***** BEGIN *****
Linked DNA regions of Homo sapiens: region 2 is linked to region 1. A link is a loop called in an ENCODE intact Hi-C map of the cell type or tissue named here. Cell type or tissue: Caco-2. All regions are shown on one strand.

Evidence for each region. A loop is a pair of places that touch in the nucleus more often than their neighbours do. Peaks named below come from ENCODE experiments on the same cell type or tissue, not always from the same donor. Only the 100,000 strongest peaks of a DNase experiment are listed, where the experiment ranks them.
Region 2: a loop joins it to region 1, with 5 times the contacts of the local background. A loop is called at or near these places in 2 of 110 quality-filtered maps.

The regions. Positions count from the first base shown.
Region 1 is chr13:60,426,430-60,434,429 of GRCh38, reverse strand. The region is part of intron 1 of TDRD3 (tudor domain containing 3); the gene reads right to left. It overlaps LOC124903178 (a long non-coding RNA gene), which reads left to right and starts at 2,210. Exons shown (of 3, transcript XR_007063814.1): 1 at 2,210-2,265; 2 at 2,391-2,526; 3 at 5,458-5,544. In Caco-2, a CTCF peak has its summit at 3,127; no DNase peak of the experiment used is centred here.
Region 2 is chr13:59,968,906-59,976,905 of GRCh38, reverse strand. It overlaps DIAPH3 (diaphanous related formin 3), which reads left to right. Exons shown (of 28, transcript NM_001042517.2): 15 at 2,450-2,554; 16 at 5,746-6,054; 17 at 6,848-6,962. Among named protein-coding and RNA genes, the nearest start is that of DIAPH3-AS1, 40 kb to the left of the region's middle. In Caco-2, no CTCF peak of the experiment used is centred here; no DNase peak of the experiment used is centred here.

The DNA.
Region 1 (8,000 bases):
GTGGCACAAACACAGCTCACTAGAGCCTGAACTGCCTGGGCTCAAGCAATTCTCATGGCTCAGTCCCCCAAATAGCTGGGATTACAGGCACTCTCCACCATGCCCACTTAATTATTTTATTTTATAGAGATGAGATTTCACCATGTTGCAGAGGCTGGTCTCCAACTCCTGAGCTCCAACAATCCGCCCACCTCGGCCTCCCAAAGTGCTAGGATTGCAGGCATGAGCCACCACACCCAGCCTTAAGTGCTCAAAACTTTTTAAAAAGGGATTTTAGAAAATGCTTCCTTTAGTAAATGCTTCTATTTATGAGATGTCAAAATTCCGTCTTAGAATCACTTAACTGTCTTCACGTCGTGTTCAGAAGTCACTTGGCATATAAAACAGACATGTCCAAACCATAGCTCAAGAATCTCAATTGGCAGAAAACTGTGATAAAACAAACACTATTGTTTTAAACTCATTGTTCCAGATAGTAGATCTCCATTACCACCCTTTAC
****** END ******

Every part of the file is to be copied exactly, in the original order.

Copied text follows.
Linked DNA regions of Homo sapiens: region 2 is linked to region 1. A link is a loop called in an ENCODE intact Hi-C map of the cell type or tissue named here. Cell type or tissue: Caco-2. All regions are shown on one strand.

Evidence for each region. A loop is a pair of places that touch in the nucleus more often than their neighbours do. Peaks named below come from ENCODE experiments on the same cell type or tissue, not always from the same donor. Only the 100,000 strongest peaks of a DNase experiment are listed, where the experiment ranks them.
Region 2: a loop joins it to region 1, with 5 times the contacts of the local background. A loop is called at or near these places in 2 of 110 quality-filtered maps.

The regions. Positions count from the first base shown.
Region 1 is chr13:60,426,430-60,434,429 of GRCh38, reverse strand. The region is part of intron 1 of TDRD3 (tudor domain containing 3); the gene reads right to left. It overlaps LOC124903178 (a long non-coding RNA gene), which reads left to right and starts at 2,210. Exons shown (of 3, transcript XR_007063814.1): 1 at 2,210-2,265; 2 at 2,391-2,526; 3 at 5,458-5,544. In Caco-2, a CTCF peak has its summit at 3,127; no DNase peak of the experiment used is centred here.
Region 2 is chr13:59,968,906-59,976,905 of GRCh38, reverse strand. It overlaps DIAPH3 (diaphanous related formin 3), which reads left to right. Exons shown (of 28, transcript NM_001042517.2): 15 at 2,450-2,554; 16 at 5,746-6,054; 17 at 6,848-6,962. Among named protein-coding and RNA genes, the nearest start is that of DIAPH3-AS1, 40 kb to the left of the region's middle. In Caco-2, no CTCF peak of the experiment used is centred here; no DNase peak of the experiment used is centred here.

The DNA.
Region 1 (8,000 bases):
GTGGCACAAACACAGCTCACTAGAGCCTGAACTGCCTGGGCTCAAGCAATTCTCATGGCTCAGTCCCCCAAATAGCTGGGATTACAGGCACTCTCCACCATGCCCACTTAATTATTTTATTTTATAGAGATGAGATTTCACCATGTTGCAGAGGCTGGTCTCCAACTCCTGAGCTCCAACAATCCGCCCACCTCGGCCTCCCAAAGTGCTAGGATTGCAGGCATGAGCCACCACACCCAGCCTTAAGTGCTCAAAACTTTTTAAAAAGGGATTTTAGAAAATGCTTCCTTTAGTAAATGCTTCTATTTATGAGATGTCAAAATTCCGTCTTAGAATCACTTAACTGTCTTCACGTCGTGTTCAGAAGTCACTTGGCATATAAAACAGACATGTCCAAACCATAGCTCAAGAATCTCAATTGGCAGAAAACTGTGATAAAACAAACACTATTGTTTTAAACTCATTGTTCCAGATAGTAGATCTCCATTACCACCCTTTAC